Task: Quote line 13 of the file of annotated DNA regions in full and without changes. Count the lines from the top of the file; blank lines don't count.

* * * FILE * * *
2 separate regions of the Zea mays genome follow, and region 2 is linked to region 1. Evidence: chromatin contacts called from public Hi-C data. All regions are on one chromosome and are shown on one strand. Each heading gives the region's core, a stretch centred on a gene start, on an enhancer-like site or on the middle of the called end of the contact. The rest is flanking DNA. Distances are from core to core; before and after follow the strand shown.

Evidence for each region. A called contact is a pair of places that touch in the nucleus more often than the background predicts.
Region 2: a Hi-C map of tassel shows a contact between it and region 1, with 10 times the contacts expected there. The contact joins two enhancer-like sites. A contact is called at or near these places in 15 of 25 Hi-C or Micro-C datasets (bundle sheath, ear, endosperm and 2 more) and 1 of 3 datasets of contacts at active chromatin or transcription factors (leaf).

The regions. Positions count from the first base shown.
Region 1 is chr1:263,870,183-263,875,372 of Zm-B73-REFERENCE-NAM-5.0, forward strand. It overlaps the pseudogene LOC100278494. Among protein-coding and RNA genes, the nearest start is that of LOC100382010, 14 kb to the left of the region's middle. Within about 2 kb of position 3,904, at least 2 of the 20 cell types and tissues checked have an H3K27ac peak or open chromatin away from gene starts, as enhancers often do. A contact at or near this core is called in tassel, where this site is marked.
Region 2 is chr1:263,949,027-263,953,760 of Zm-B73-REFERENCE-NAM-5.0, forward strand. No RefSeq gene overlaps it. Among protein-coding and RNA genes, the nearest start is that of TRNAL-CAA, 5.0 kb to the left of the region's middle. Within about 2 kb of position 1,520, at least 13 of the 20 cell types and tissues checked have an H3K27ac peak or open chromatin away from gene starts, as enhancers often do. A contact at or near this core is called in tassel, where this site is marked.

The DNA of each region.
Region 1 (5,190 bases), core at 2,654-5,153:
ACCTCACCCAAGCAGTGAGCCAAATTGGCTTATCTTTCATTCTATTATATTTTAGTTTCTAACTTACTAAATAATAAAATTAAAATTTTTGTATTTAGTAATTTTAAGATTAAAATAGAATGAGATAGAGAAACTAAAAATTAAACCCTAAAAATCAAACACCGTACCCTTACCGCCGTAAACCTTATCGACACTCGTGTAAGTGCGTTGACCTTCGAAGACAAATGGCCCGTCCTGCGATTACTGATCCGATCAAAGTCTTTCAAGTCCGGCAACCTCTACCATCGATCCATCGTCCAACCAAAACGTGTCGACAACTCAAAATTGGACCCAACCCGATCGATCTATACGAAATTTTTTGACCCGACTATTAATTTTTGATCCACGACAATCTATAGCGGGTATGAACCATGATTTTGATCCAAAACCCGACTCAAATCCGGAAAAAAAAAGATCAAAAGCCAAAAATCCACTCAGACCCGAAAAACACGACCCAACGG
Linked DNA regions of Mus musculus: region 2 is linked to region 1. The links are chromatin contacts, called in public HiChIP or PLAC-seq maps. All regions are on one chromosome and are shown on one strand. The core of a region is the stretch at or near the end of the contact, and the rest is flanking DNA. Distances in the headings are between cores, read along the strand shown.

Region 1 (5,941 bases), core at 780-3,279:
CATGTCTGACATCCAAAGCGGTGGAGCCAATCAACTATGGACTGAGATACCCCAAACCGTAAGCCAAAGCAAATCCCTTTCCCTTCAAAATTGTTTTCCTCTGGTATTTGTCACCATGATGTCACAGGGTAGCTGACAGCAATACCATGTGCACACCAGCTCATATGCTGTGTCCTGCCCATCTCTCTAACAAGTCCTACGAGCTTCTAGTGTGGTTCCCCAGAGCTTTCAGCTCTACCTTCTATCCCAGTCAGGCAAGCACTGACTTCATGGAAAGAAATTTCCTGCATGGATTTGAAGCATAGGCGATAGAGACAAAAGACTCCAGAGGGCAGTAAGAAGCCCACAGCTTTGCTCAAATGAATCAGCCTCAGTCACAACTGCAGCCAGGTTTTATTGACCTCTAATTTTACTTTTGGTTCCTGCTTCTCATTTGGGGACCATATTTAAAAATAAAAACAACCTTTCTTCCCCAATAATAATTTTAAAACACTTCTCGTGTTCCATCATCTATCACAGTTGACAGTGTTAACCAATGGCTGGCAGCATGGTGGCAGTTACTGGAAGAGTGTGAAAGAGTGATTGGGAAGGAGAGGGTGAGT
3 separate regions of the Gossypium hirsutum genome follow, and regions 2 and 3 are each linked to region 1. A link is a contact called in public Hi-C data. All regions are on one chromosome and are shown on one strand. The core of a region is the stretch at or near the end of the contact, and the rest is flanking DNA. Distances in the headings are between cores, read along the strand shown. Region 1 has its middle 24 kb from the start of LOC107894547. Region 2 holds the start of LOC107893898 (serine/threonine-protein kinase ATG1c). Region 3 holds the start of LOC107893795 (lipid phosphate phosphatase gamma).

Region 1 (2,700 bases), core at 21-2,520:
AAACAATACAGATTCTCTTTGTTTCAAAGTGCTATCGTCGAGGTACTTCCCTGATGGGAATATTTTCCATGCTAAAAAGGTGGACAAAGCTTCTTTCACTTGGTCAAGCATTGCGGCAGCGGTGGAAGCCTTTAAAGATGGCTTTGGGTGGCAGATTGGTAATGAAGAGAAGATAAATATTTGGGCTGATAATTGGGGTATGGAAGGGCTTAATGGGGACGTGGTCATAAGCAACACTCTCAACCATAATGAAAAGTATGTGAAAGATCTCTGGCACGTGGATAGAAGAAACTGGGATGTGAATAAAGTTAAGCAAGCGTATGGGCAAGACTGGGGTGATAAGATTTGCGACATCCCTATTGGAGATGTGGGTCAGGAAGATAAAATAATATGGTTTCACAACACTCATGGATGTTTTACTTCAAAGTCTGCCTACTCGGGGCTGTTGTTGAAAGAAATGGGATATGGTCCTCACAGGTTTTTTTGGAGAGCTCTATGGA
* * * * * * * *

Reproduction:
3 separate regions of the Gossypium hirsutum genome follow, and regions 2 and 3 are each linked to region 1. A link is a contact called in public Hi-C data. All regions are on one chromosome and are shown on one strand. The core of a region is the stretch at or near the end of the contact, and the rest is flanking DNA. Distances in the headings are between cores, read along the strand shown. Region 1 has its middle 24 kb from the start of LOC107894547. Region 2 holds the start of LOC107893898 (serine/threonine-protein kinase ATG1c). Region 3 holds the start of LOC107893795 (lipid phosphate phosphatase gamma).